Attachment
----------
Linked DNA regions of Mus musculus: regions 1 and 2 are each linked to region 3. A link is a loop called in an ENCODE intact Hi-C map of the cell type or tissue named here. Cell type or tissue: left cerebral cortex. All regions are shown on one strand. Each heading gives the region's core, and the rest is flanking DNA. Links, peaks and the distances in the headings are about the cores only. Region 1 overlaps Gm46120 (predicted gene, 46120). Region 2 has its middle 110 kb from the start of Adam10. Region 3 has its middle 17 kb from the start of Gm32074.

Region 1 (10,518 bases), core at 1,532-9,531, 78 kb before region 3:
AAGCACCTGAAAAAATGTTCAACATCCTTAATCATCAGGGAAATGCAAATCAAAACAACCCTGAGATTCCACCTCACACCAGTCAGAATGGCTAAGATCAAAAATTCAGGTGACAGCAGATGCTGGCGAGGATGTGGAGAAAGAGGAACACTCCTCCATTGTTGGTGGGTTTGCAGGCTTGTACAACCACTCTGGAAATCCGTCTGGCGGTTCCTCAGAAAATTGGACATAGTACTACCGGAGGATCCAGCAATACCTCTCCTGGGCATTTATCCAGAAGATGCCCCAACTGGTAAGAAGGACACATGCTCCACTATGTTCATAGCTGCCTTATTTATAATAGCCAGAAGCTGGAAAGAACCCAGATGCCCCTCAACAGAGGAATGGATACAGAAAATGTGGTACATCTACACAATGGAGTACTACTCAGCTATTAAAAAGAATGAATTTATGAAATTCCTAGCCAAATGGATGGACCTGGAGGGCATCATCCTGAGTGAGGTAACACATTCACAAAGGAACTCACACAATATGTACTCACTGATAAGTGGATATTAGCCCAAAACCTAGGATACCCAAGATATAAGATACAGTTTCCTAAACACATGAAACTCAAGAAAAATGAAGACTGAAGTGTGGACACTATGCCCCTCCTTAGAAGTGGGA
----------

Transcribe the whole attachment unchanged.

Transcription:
Linked DNA regions of Mus musculus: regions 1 and 2 are each linked to region 3. A link is a loop called in an ENCODE intact Hi-C map of the cell type or tissue named here. Cell type or tissue: left cerebral cortex. All regions are shown on one strand. Each heading gives the region's core, and the rest is flanking DNA. Links, peaks and the distances in the headings are about the cores only. Region 1 overlaps Gm46120 (predicted gene, 46120). Region 2 has its middle 110 kb from the start of Adam10. Region 3 has its middle 17 kb from the start of Gm32074.

Region 1 (10,518 bases), core at 1,532-9,531, 78 kb before region 3:
AAGCACCTGAAAAAATGTTCAACATCCTTAATCATCAGGGAAATGCAAATCAAAACAACCCTGAGATTCCACCTCACACCAGTCAGAATGGCTAAGATCAAAAATTCAGGTGACAGCAGATGCTGGCGAGGATGTGGAGAAAGAGGAACACTCCTCCATTGTTGGTGGGTTTGCAGGCTTGTACAACCACTCTGGAAATCCGTCTGGCGGTTCCTCAGAAAATTGGACATAGTACTACCGGAGGATCCAGCAATACCTCTCCTGGGCATTTATCCAGAAGATGCCCCAACTGGTAAGAAGGACACATGCTCCACTATGTTCATAGCTGCCTTATTTATAATAGCCAGAAGCTGGAAAGAACCCAGATGCCCCTCAACAGAGGAATGGATACAGAAAATGTGGTACATCTACACAATGGAGTACTACTCAGCTATTAAAAAGAATGAATTTATGAAATTCCTAGCCAAATGGATGGACCTGGAGGGCATCATCCTGAGTGAGGTAACACATTCACAAAGGAACTCACACAATATGTACTCACTGATAAGTGGATATTAGCCCAAAACCTAGGATACCCAAGATATAAGATACAGTTTCCTAAACACATGAAACTCAAGAAAAATGAAGACTGAAGTGTGGACACTATGCCCCTCCTTAGAAGTGGGA